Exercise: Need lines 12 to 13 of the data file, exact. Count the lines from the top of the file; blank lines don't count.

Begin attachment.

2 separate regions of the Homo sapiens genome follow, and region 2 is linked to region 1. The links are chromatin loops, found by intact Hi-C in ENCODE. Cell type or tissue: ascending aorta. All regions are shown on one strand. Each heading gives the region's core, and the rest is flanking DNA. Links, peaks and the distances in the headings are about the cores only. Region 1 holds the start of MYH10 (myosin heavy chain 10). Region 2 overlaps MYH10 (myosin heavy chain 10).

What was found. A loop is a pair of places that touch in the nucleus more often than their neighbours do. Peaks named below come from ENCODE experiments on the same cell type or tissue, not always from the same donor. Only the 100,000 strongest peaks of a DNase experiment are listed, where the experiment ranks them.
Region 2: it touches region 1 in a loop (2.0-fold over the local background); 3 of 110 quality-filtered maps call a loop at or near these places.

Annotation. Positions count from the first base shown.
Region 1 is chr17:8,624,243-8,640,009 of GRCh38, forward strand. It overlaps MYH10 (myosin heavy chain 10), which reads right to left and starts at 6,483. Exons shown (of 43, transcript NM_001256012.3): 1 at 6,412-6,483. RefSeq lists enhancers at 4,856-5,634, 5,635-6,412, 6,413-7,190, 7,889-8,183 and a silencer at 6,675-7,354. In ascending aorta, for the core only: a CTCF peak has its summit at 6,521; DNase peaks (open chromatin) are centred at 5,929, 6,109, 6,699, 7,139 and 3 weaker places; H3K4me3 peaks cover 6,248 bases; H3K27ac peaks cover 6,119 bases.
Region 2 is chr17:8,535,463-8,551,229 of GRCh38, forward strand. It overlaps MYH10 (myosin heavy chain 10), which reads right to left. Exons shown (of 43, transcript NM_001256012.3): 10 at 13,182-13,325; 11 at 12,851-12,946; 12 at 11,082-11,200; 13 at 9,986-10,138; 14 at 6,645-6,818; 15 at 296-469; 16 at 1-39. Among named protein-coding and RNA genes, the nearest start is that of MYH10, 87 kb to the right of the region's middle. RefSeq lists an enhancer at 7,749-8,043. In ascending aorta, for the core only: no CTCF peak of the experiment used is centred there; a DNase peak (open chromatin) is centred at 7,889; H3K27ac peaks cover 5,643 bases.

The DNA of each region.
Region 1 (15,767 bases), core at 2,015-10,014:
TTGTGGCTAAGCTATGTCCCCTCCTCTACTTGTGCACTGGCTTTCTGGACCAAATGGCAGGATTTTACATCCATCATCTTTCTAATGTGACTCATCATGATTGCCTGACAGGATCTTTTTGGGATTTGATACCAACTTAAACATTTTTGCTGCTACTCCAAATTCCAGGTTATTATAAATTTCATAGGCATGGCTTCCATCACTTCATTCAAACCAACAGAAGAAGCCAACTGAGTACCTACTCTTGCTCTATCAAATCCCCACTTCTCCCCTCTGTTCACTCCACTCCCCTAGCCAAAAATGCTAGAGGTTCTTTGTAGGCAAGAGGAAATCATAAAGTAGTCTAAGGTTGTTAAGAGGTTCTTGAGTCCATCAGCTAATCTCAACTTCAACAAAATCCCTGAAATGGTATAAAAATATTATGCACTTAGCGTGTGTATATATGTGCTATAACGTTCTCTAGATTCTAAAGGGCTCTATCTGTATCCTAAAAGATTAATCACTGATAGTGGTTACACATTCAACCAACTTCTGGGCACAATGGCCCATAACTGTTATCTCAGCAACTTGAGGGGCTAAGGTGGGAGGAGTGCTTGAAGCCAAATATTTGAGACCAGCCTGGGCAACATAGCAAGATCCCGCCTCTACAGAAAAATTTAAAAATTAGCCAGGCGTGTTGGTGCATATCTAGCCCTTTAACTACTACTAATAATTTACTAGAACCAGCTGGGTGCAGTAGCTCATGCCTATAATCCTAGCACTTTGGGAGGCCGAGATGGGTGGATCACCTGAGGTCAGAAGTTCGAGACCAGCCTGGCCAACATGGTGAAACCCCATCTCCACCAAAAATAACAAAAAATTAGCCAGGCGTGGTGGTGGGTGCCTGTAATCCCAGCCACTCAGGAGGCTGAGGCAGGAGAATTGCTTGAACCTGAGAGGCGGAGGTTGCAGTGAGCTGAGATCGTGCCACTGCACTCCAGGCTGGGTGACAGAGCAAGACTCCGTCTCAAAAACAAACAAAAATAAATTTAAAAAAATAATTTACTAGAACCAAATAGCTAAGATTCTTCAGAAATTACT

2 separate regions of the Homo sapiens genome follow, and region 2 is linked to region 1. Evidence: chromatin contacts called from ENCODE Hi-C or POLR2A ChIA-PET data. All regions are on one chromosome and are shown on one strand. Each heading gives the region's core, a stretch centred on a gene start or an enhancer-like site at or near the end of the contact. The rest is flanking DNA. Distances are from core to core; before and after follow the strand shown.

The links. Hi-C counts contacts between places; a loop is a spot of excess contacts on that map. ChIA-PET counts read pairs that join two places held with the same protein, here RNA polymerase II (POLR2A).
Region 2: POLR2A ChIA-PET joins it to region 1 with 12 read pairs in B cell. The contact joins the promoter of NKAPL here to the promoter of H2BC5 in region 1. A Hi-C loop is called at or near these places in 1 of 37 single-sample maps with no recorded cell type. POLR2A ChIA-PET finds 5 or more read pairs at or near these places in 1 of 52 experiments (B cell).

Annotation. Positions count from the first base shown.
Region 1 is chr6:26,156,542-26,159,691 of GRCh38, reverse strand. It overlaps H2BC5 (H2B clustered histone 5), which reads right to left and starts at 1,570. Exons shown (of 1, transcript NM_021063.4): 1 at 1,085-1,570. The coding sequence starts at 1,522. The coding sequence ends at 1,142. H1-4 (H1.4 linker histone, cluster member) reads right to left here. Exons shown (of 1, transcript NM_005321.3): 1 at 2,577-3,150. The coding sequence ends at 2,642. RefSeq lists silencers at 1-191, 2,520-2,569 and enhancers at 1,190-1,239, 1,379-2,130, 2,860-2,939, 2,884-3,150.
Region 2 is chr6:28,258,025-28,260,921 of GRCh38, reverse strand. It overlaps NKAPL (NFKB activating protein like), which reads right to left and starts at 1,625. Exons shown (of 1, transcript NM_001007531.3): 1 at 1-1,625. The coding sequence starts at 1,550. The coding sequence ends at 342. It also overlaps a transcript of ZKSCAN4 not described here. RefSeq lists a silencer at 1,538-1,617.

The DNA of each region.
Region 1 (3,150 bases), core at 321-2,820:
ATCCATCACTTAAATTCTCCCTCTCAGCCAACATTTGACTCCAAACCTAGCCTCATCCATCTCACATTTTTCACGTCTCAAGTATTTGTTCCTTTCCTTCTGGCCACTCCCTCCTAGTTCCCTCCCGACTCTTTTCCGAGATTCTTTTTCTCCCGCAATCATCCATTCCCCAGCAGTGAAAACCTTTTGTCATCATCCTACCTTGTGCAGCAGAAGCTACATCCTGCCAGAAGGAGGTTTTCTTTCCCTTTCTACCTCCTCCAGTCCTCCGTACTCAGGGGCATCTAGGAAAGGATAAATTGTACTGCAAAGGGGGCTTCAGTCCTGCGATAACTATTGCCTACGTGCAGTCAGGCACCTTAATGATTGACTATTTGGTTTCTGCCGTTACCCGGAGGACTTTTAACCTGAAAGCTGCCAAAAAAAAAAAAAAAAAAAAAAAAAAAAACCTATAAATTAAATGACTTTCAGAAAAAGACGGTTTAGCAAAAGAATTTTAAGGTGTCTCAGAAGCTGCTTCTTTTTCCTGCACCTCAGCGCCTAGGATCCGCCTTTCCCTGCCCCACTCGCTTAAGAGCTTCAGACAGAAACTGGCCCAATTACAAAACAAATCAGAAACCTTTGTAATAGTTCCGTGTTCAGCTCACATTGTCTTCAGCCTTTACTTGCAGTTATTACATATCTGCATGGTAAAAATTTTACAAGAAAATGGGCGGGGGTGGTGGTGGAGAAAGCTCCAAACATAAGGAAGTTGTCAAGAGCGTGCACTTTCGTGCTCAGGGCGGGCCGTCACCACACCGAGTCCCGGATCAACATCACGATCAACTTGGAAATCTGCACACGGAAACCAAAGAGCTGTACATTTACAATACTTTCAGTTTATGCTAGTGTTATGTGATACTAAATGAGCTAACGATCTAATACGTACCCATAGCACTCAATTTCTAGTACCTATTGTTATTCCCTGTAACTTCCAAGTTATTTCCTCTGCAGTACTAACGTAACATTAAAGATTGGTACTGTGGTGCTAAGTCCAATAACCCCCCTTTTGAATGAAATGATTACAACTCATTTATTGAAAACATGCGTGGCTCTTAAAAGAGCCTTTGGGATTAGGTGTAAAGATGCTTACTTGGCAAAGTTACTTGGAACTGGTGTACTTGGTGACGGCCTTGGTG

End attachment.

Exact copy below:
Region 2: POLR2A ChIA-PET joins it to region 1 with 12 read pairs in B cell. The contact joins the promoter of NKAPL here to the promoter of H2BC5 in region 1. A Hi-C loop is called at or near these places in 1 of 37 single-sample maps with no recorded cell type. POLR2A ChIA-PET finds 5 or more read pairs at or near these places in 1 of 52 experiments (B cell).

Annotation. Positions count from the first base shown.